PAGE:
Where a wide variety of tofu dishes will blow your mind
A country as culturally diverse as China is certain to amaze both foreigners and locals alike.
Three years ago, I visited the charming old town of Zhenyuan (镇远古城) while on a tour of Guizhou Province (贵州) in southwest China. My attention was drawn to a plaque indicating that the town was one of the 142 National Famous Historical and Cultural Cities (国家历史文化名城) at the entrance of a museum.
I looked up the list of cities with such distinction. It wasn't surprising that Beijing topped the list that also included Hangzhou (杭州), Kaifeng (开封), Luoyang (洛阳), Nanjing (南京) and Xi'an (西安).
Then there were places like Qufu (曲阜), Confucius' birthplace; Dunhuang (敦煌), home to the famous Mogao Grottoes (莫高窟) and witness to the glory of the Silk Road; and Leshan (乐山), home to the Giant Buddha, which is on the UNESCO Heritage List.
But two names caught my attention because they are both county-level locations. Where is Shouxian (寿县, Shou County)?
I looked it up right away. It's the site of the Battle of Fei River (淝水之战) in AD 383, in which a Former Qin (前秦) army from the north that numbered more than 800,000 was defeated by the forces from the Eastern Jin (东晋) that were only one-tenth its size.
Shortly after, China would enter the period of the Northern and Southern Dynasties, during which the North and the South fought a 169-year-long civil war. It inspired several proverbs that Chinese children had to learn in school.
But Shouxian is much more than a battle. It's the site of Shouchun (寿春), the last capital of Chu Kingdom (楚国), a southern state with a culture markedly different from that of the Central Plains (中原) along the Yellow River (黄河), the birthplace of Chinese civilization.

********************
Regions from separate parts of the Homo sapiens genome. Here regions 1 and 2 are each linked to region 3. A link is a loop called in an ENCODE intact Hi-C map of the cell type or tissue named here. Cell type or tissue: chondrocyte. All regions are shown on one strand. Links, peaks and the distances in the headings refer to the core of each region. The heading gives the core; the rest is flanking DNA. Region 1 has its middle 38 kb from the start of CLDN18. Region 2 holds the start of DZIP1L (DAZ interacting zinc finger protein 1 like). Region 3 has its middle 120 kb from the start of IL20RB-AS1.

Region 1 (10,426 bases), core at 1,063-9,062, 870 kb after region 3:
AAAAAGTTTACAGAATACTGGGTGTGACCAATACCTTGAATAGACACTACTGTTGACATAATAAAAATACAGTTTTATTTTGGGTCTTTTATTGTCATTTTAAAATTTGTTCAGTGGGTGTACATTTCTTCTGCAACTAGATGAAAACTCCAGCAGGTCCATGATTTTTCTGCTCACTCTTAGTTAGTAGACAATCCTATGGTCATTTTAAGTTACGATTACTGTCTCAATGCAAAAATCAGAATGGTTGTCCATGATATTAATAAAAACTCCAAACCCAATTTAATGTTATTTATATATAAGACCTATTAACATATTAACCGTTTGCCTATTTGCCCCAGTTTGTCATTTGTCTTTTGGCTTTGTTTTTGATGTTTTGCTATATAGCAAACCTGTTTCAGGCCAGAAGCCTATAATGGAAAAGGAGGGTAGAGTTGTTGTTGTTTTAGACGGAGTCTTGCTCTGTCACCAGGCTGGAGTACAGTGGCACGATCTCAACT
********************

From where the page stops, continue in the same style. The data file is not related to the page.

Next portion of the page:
Qin, one of the seven states in the Warring States Period (476-221 BC), would later unite China and control the Plains.
If you've seen the bronze vessel collection (mostly from the Plains) at the Shanghai Museum, you'll notice how different and exotic the Chu bronze vessels are. Thus, the spectacular Chu Culture Museum of Anhui (安徽楚文化博物馆), which opened in June and houses 230 top cultural relics, is a good place to start your tour of Shouxian.
In the Han Dynasty (202 BC-AD 220), a few centuries later, Prince Liu An, who ruled the Kingdom of Huainan (淮南; literally "south of the Huai River") from Shouchun, is credited with creating tofu (豆腐), one of the most loved Chinese staple food, in addition to writing a Taoist classic. The diversity of tofu dishes available in Shouxian will astound you.
Only a few minutes away from the museum is Jühongsheng Restaurant (聚红盛农庄), a great place to enjoy a tofu banquet.
The tofu in the shape of a chrysanthemum in clear broth (菊花豆腐), which is a true test of the chef's slicing abilities, and the tofu skin dumplings (豆腐饺子) (aren't you scared they would shatter when you pick them up with chopsticks?) are a real treat. If you prefer to stay the night instead of making a hasty return to Shanghai, the restaurant also operates a nearby hotel (聚红盛度假酒店).
After lunch, head north to Shouxian's City Wall (寿县古城墙), which is one of the best maintained in China, with the barbican of each of the four gates fully intact. The existing wall was built during the Southern Song Dynasty. If you have the stamina, walk the entire length of the wall, which is almost 10 kilometers long!
Alternatively, wander around town, but I hope you get to see the Grand Mosque of Shouchun (寿春清真大寺), one of the most important mosques in eastern China, the Confucius Temple (孔庙), and the Qing Dynasty Troops Headquarters (寿春镇总兵署).
If you go:
There are five daily high-speed rail departures from Shanghai Hongqiao Railyway Station to Shouxian. The trip takes approximately three hours. More trains depart from Shanghai Hongqiao for Huainan South Station (淮南南站), which is approximately 40 minutes by vehicle from Shouxian.
If you select Huainan as your entry point, however, a food break is required. There is nothing more comforting than the world-renowned Huainan beef soup (淮南牛肉汤)!
About the author
Dr Louis Lee is an award-winning author, educator, and radio presenter who has visited over 70 countries and regions. He has covered China extensively.